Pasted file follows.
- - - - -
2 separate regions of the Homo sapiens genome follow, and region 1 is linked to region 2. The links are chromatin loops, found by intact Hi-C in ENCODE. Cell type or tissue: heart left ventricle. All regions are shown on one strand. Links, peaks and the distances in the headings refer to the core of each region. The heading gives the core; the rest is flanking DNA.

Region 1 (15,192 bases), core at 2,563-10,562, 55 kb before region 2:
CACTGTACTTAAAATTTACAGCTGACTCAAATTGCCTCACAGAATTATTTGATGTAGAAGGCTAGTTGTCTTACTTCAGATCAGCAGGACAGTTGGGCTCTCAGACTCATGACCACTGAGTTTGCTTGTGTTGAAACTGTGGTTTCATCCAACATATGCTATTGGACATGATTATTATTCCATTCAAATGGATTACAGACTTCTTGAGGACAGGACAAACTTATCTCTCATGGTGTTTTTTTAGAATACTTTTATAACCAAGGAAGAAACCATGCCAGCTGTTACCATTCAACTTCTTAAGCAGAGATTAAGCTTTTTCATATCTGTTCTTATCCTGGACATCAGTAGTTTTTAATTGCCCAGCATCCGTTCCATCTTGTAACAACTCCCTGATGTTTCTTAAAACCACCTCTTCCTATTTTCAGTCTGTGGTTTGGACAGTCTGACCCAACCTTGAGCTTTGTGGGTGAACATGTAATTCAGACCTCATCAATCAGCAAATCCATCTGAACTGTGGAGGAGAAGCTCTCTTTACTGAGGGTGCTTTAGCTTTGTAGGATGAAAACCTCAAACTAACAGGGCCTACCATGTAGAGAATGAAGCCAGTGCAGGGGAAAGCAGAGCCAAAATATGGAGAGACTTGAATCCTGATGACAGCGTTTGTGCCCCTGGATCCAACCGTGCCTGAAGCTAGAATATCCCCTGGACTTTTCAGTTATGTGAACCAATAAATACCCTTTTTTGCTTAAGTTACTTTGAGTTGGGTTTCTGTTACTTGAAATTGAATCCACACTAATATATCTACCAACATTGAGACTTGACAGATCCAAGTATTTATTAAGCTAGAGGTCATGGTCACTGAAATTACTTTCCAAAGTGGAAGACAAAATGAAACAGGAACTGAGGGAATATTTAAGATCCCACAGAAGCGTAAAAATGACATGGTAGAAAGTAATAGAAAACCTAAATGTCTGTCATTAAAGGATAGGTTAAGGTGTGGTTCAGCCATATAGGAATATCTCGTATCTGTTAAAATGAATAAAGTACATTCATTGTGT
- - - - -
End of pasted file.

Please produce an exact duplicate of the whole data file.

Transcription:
2 separate regions of the Homo sapiens genome follow, and region 1 is linked to region 2. The links are chromatin loops, found by intact Hi-C in ENCODE. Cell type or tissue: heart left ventricle. All regions are shown on one strand. Links, peaks and the distances in the headings refer to the core of each region. The heading gives the core; the rest is flanking DNA.

Region 1 (15,192 bases), core at 2,563-10,562, 55 kb before region 2:
CACTGTACTTAAAATTTACAGCTGACTCAAATTGCCTCACAGAATTATTTGATGTAGAAGGCTAGTTGTCTTACTTCAGATCAGCAGGACAGTTGGGCTCTCAGACTCATGACCACTGAGTTTGCTTGTGTTGAAACTGTGGTTTCATCCAACATATGCTATTGGACATGATTATTATTCCATTCAAATGGATTACAGACTTCTTGAGGACAGGACAAACTTATCTCTCATGGTGTTTTTTTAGAATACTTTTATAACCAAGGAAGAAACCATGCCAGCTGTTACCATTCAACTTCTTAAGCAGAGATTAAGCTTTTTCATATCTGTTCTTATCCTGGACATCAGTAGTTTTTAATTGCCCAGCATCCGTTCCATCTTGTAACAACTCCCTGATGTTTCTTAAAACCACCTCTTCCTATTTTCAGTCTGTGGTTTGGACAGTCTGACCCAACCTTGAGCTTTGTGGGTGAACATGTAATTCAGACCTCATCAATCAGCAAATCCATCTGAACTGTGGAGGAGAAGCTCTCTTTACTGAGGGTGCTTTAGCTTTGTAGGATGAAAACCTCAAACTAACAGGGCCTACCATGTAGAGAATGAAGCCAGTGCAGGGGAAAGCAGAGCCAAAATATGGAGAGACTTGAATCCTGATGACAGCGTTTGTGCCCCTGGATCCAACCGTGCCTGAAGCTAGAATATCCCCTGGACTTTTCAGTTATGTGAACCAATAAATACCCTTTTTTGCTTAAGTTACTTTGAGTTGGGTTTCTGTTACTTGAAATTGAATCCACACTAATATATCTACCAACATTGAGACTTGACAGATCCAAGTATTTATTAAGCTAGAGGTCATGGTCACTGAAATTACTTTCCAAAGTGGAAGACAAAATGAAACAGGAACTGAGGGAATATTTAAGATCCCACAGAAGCGTAAAAATGACATGGTAGAAAGTAATAGAAAACCTAAATGTCTGTCATTAAAGGATAGGTTAAGGTGTGGTTCAGCCATATAGGAATATCTCGTATCTGTTAAAATGAATAAAGTACATTCATTGTGT